The Xbox Series X also uses AMD’s RDNA 2 architecture, and offers ray tracing for photo-realistic lighting. What does this mean in the real world? It seems the Xbox Series X will have the graphical power acquirement to a gaming PC with an Nvidia RTX 2080 graphics card. So, a very capable device indeed, but maybe not able to compete with the most powerful gaming PCs.
More memory for a smoother experience
The Xbox Series X also gets 16GB of GDDR6 memory – an upgrade from the Xbox One X’s 12GB GDDR5. That won’t all be used in games, however. Games will get a total of 13.5GB – 10GB of GPU optimal memory and 3.5GB of standard memory, while the remaining 2.5GB is reserved for the operating system, so the user interface of the Xbox Series X should run a lot faster.
The faster GDDR6 memory should also offer a big leap in performance. Match that with a super-fast NVMe SSD, and the Xbox Series X should feel very spritely when used.
Despite 4K being the aim, Microsoft has said the Xbox Series X has 8K capability. Phil Spencer even changed his Twitter profile photo to (what appeared to be) a picture of the next-gen Xbox Series X’s processor. It said ‘Project Scarlett’ on it (the codename for next-gen Xbox consoles), and was marked with ‘8K’ (pictured above), suggesting Microsoft plans on doing more than simply talking the talk when it comes to 8K.
Variable Rate Shading
Microsoft is aiming to get Xbox Series X games to run at 60 FPS in 4K, calling the challenge a “design goal”. The console will support up to 120 FPS too. The Xbox Series X will also feature Variable Rate Shading, which prioritizes effects on different in-game characters and objects for a “more stable frame rate and higher resolution”, according to Microsoft.
Made of of four key components, a custom NVME SSD, hardware accelerated decompression blocks, a brand new DirectStorage API layer and Sampler Feedback Streaming (SFS), Velocity Architecture will allow the Xbox Series X to deliver performance beyond its raw specs, virtually eliminating loading times, reducing game file sizes and allowing for the creation of bigger, more immersive, game worlds. In addition, it’s the key to the Xbox Series X’s Quick Resume feature, which allows players to seamlessly jump back into where they left off in a game.
Seagate expandable storage
The Xbox Series X Seagate expansion card looks like a cross between an external hard drive and USB thumb drive, and it’s designed to be plugged directly into the proprietary port on the back of the Xbox Series X console. While we don’t love proprietary ports, this looks like it’ll be used so that the speeds of the Xbox Series X expansion card match the speeds of the internal SSD inside the Xbox Series X. This means that, when playing games from the expansion card, there won’t be any impact to performance, which would happen if you used a slower external USB hard drive.
The Seagate website explains how this could be used with the Quick Resume feature of the Xbox Series X – where gamers can switch between games instantly without having to load the games again. It seems that switching between games on the internal SSD and the expansion card will be seamless (though you need to buy the expansion card separately).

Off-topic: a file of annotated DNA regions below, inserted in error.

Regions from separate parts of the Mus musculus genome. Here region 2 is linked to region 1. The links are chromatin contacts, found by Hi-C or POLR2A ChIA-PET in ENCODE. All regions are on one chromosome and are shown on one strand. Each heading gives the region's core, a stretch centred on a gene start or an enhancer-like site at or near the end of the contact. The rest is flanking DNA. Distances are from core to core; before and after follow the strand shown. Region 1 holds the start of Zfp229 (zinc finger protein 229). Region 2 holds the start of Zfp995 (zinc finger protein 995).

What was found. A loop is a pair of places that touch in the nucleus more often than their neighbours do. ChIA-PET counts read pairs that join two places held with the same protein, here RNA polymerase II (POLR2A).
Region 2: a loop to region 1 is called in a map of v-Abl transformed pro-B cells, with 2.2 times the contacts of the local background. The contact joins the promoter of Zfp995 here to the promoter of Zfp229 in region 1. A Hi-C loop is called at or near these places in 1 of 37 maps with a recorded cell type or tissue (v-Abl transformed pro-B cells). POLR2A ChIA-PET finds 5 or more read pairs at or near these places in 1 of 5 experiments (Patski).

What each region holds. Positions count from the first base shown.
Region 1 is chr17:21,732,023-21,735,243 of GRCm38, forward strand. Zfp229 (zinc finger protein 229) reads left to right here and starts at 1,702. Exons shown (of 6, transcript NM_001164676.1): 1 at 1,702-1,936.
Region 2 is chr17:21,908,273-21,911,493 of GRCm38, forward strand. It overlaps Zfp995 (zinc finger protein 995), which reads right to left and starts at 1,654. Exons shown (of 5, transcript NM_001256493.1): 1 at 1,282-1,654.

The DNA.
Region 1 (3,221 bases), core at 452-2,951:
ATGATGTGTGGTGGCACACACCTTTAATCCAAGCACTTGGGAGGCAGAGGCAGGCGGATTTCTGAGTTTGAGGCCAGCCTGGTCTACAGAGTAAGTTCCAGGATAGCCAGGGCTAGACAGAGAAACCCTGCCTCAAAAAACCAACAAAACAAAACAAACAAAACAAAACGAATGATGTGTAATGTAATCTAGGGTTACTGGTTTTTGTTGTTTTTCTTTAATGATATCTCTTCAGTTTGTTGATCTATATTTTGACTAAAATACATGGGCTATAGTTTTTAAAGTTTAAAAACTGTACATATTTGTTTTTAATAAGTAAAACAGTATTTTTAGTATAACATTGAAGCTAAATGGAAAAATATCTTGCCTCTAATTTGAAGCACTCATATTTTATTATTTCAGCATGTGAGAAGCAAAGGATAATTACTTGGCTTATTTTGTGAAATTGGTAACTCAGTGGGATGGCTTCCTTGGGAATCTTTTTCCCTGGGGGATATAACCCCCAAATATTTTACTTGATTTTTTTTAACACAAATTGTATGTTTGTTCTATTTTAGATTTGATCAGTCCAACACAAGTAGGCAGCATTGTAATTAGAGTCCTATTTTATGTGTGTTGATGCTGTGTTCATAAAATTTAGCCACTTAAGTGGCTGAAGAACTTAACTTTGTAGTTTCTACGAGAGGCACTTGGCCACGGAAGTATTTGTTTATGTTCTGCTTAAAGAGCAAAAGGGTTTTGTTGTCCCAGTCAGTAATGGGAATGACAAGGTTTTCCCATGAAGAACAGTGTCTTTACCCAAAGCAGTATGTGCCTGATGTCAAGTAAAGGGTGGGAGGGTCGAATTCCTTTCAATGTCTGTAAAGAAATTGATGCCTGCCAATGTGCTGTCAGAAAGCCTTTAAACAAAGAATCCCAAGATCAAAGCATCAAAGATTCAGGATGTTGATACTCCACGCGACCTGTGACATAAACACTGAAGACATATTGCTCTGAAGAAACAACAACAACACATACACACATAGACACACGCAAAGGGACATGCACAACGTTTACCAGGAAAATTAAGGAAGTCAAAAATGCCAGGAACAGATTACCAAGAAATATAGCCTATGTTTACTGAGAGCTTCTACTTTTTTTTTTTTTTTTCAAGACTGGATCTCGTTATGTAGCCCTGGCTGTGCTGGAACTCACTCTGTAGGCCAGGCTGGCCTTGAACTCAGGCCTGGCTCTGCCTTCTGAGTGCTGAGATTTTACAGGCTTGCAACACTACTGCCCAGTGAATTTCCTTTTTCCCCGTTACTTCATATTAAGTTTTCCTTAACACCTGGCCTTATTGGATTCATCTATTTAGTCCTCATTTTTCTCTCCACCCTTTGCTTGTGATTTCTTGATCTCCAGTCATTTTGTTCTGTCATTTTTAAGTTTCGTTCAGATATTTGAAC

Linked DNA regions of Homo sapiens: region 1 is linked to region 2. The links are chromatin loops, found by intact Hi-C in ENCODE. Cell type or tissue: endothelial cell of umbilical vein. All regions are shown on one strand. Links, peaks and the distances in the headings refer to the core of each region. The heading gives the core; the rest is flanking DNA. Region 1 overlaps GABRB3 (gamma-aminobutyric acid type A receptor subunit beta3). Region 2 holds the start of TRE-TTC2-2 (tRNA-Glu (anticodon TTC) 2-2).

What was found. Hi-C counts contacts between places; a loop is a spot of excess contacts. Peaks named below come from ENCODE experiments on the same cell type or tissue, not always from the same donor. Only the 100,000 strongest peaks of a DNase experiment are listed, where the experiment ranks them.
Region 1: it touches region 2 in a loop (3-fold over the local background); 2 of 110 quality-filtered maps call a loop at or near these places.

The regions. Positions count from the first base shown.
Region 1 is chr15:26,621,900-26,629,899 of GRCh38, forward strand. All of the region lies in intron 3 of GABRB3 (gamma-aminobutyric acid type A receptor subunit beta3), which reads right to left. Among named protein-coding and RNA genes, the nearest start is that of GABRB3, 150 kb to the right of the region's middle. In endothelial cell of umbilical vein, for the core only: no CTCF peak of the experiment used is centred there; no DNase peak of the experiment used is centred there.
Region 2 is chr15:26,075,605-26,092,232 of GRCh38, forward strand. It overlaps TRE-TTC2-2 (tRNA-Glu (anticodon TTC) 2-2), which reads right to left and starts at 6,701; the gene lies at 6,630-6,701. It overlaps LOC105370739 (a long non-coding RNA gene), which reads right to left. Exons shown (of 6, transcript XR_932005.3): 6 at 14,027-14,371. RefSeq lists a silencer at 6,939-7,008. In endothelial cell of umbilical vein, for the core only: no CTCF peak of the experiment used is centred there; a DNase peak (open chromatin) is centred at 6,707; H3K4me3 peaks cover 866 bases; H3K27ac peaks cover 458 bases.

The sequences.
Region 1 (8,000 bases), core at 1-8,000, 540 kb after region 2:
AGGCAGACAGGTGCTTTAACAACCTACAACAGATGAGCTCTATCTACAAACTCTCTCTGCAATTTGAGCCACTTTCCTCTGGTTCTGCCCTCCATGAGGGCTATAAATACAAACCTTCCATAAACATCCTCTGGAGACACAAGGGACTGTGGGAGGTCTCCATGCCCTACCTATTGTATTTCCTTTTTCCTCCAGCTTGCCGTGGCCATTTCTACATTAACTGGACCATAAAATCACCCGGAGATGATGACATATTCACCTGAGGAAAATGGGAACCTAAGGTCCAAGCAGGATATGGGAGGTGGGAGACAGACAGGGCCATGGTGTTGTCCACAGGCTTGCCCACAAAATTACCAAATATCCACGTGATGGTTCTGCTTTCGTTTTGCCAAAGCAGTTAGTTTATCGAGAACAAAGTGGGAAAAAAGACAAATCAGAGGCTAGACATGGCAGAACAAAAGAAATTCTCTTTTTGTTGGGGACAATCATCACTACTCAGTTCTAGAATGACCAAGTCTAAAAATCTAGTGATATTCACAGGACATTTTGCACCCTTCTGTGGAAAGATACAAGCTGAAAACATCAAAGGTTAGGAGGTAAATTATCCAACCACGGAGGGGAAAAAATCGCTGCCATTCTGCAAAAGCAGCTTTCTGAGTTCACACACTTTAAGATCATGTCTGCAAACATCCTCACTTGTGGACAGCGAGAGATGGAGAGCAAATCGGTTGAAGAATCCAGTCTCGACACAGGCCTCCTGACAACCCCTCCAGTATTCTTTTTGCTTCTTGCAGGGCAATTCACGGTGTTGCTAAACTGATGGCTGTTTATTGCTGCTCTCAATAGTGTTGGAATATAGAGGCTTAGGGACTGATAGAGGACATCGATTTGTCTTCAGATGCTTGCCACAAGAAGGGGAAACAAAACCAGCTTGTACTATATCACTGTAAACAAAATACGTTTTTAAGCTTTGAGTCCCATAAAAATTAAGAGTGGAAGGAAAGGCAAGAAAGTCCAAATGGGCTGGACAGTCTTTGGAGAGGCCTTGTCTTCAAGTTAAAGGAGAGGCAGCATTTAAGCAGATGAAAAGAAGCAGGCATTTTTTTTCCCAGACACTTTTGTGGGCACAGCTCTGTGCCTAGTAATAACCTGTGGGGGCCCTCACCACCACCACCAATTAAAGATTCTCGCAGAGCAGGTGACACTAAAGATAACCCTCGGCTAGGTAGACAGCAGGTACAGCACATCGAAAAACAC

The Seagate expansion card’s flash memory is custom PCIe Gen4x2 NVMe with a capacity of 1TB.
Not only will games look better, they could be bigger. In an interview with PCGamesN, Samsung revealed that it’s talking with Microsoft and pushing the gaming behemoth to adopt ultrawide support for the Xbox Series X.
The Xbox Series X will make good use of having an SSD – a ‘Quick Resume’ feature for the console will let you “almost instantly” continue with multiple games, without the need to sit through load screens.
Microsoft also aims to improve latency through features such as Auto Low Latency Mode (ALLM) and Variable Refresh Rate (VRR). According to Microsoft, “ALLM allows Xbox One and Xbox Series X to automatically set the connected display to its lowest latency mode”. While “VRR synchronizes the display’s refresh rate to the game’s frame rate, maintaining smooth visuals without tearing”. These features aim to minimize lag and make gaming more responsive.
However, don’t expect video to do the Xbox Series X’s power justice. Xbox boss Phil Spencer believes that it’s been challenging to demonstrate just how much of a leap Xbox Series X will be over Xbox One, as faster and more stable frame rates aren’t something that really comes across in videos.
“One of the things I’ve talked about publicly … but it’s hard to come across, is the way it feels to play games on a box where frame rates are higher, frame rates are more stable,” Spencer explained. “The fluidity of it, showing that in video form, is just impossible. How do you show how something feels?”
Backwards compatibility with Xbox One accessories
Microsoft has also confirmed that all your current Xbox One accessories will work with Xbox Series X, including existing controllers and headsets. But we’d doubt that also includes the ill-fated Kinect motion tracker.
That means that the Xbox Elite Wireless Controller Series 2 will be forward compatible with Series X, but Microsoft is also launching a next-generation wireless controller to accompany the new console.
Xbox Series X design
Xbox Series X has a completely different design to its predecessors. For a start, the next-gen console has an upright tower design – similar to that of a gaming PC. However, Microsoft has confirmed Series X can sit horizontally or vertically.